• Peace Corps
    Volunteer, 2014 - present
    I will be primarily teaching math and working on water purification systems. I also plan to travel throughout the country during my time off.
  • Alliant Energy
    Engineer, 2011 - 2014
    For three summers I've been an intern working under thermal performance, stragetic planning, and plant performance. Some of the projects I've worked on included developing a computer program for the ESP, finding alternative uses for bottom ash, and working on an SOP for MATS compliance.
  • Resident Assistant
    UW-Platteville, 2011 - 2012
    For a year and a half, I was a resident assistant (RA) on my college campus. Some of the job's duties included: programming, enforcing policies, engaging residents, effectively involving the students in multiple activities, and proper communication and leadership.
  • Marshalls
    Associate, 2008 - 2011
    My first year of college and then seasonally (winter and summer), I worked at Marshalls as a store associate. I typically stocked shelves, processed furniture, and answered customer's questions.
  • Laufenberg Farms
    Calf Manager, 2000 - 2010
    Pretty much all of my life, I have helped on our family farm. Normally this meant I took care of the calves, helped out with the pigs, cleaned the barns, and helped out wherever else I was needed.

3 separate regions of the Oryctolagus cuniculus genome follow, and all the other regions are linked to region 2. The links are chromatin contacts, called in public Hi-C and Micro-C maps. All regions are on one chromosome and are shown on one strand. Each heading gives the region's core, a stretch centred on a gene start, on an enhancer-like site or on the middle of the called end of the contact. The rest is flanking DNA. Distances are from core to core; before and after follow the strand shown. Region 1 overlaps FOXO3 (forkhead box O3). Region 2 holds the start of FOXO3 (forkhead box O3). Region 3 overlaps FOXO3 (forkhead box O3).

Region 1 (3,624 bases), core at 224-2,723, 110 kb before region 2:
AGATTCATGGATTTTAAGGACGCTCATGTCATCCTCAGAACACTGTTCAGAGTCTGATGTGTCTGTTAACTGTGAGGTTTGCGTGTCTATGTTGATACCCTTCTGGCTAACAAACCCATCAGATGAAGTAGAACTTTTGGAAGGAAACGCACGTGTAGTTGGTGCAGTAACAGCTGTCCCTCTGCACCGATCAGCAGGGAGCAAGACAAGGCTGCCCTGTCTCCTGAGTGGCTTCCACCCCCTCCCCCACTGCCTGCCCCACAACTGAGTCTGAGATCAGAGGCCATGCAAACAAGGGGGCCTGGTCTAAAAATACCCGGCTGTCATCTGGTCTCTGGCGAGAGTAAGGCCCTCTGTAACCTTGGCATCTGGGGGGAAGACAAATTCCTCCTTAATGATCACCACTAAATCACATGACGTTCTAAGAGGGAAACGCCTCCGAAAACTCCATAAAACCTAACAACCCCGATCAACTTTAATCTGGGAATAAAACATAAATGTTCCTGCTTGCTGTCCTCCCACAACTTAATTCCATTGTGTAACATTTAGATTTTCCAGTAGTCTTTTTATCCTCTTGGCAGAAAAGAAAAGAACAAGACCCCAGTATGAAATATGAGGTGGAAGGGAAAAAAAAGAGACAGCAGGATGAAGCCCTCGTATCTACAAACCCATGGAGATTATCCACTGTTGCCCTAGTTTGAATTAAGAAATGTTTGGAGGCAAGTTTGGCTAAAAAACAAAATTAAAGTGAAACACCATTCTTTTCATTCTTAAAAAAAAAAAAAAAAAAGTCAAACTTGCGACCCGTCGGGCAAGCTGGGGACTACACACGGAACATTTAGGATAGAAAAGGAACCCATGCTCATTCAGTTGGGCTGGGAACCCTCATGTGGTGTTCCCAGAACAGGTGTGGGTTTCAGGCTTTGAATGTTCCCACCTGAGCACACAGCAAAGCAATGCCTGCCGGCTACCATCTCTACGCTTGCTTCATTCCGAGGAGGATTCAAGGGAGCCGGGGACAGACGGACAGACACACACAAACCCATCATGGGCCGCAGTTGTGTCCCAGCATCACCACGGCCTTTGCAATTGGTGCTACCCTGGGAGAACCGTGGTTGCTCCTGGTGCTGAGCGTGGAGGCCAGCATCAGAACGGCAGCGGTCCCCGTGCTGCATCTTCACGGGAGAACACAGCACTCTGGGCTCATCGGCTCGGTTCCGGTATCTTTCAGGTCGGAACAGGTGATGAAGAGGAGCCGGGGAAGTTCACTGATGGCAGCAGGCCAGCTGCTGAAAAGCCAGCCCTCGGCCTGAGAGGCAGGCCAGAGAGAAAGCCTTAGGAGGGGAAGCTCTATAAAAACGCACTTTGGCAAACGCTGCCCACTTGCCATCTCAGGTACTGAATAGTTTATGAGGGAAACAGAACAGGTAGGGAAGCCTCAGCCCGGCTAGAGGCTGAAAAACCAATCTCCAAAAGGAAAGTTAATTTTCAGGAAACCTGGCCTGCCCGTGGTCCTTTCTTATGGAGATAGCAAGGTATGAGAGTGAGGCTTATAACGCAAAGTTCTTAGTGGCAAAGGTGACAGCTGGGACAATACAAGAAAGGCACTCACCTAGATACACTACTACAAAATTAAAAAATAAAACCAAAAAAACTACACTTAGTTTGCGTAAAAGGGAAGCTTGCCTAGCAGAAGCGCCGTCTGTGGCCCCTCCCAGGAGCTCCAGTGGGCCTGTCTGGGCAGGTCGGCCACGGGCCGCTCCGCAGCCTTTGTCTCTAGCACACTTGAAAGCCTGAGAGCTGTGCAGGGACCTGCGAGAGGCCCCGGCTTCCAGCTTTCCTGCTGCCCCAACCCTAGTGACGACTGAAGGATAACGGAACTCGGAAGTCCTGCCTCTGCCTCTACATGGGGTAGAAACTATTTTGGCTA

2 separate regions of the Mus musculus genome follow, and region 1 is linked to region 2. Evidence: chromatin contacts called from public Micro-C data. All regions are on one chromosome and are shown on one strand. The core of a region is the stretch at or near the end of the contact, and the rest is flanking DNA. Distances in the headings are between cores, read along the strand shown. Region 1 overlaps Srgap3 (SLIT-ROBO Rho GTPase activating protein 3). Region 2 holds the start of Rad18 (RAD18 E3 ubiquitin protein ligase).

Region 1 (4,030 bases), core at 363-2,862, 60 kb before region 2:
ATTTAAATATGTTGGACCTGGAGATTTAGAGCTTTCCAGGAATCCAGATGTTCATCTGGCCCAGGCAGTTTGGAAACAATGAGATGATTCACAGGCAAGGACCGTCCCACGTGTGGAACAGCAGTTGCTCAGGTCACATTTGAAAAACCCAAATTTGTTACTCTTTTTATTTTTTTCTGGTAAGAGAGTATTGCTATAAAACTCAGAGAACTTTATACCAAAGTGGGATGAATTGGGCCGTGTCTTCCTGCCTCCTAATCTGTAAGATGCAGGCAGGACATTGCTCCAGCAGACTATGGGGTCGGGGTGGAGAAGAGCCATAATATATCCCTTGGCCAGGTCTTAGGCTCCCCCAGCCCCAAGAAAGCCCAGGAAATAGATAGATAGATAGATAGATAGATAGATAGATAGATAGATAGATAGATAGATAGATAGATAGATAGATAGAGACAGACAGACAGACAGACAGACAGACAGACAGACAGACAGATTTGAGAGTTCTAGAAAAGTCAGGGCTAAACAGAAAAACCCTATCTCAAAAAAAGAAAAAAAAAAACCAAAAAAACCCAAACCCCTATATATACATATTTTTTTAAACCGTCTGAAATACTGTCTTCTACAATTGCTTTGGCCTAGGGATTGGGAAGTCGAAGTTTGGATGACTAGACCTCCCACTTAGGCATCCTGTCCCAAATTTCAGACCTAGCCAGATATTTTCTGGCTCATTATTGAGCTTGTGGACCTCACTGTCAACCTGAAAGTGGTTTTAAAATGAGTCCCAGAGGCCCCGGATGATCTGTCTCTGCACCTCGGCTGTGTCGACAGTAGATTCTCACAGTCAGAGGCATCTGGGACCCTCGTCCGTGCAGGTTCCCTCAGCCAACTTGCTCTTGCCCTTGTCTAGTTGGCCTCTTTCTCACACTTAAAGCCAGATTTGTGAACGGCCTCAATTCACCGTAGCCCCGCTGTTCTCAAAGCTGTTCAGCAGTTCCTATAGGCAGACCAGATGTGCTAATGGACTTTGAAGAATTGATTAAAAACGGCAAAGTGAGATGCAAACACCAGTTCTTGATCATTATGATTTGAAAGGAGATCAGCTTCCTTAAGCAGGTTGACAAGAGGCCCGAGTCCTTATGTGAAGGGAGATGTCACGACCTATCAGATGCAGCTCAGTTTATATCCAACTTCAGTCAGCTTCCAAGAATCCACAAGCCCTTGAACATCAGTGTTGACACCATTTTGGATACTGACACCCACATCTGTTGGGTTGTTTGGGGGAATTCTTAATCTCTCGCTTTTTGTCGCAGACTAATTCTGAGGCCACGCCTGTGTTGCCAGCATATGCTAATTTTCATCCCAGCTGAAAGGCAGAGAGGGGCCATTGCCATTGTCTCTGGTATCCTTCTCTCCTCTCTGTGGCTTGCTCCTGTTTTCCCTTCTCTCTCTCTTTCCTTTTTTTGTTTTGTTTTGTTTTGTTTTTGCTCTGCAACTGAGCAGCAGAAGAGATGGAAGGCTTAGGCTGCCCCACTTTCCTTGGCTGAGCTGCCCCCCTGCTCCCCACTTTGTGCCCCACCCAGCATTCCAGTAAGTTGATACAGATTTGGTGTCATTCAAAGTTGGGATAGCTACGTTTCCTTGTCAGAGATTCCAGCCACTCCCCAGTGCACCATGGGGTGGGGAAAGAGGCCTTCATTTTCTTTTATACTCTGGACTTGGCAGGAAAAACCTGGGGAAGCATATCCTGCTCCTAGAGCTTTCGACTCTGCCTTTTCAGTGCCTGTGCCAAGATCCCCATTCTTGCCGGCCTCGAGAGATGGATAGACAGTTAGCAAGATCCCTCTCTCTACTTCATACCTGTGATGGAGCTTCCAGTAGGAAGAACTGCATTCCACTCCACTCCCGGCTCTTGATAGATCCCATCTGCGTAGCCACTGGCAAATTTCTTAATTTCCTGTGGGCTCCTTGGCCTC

Map of the places this user has livedMap of the places this user has livedMap of the places this user has lived
Katima-Mulilo, Namibia
Platteville, WI, USA - Christchurch, NZ - Ashton, WI, USA
Adventure is out there. Look to the future, learn from the past, but live in the present and follow your dreams.
Hey everyone! I originally created this blog to document my travels through New Zealand, but now it's for a much bigger purpose, my journey in the Peace Corps! So come the end of July, I will be traveling to Namibia to start my 27 months of service. There, my primary assignment will be teaching math. I have yet to find out what level I will be teaching at as well as if there will be any other volunteers in the village with me. Likely, I will be the only American there. I am super excited to begin this adventure and my mom will be using this blog to post pictures as well as letters which I will write her monthly to keep every posted on my experience. You are more that welcome to view and write comments to anything. My mom will print out posts and I certainly plan to respond, though it may take a couple months :) 
Bragging rights
Graduated UW-Platteville with a degree in Environmental Engineering, am an active skydiver, played rugby, practice acroyoga & yoga, and loves everything outdoors.
  • UW-Platteville
    Environmental Engineering, 2009 - 2014
    Graduated: May 2014 Minors: Renewable Energy and Mathematics
  • University of Canterbury
    Environmental Engineering, 2013 - 2013
    Study Abroad Attended: Spring 2013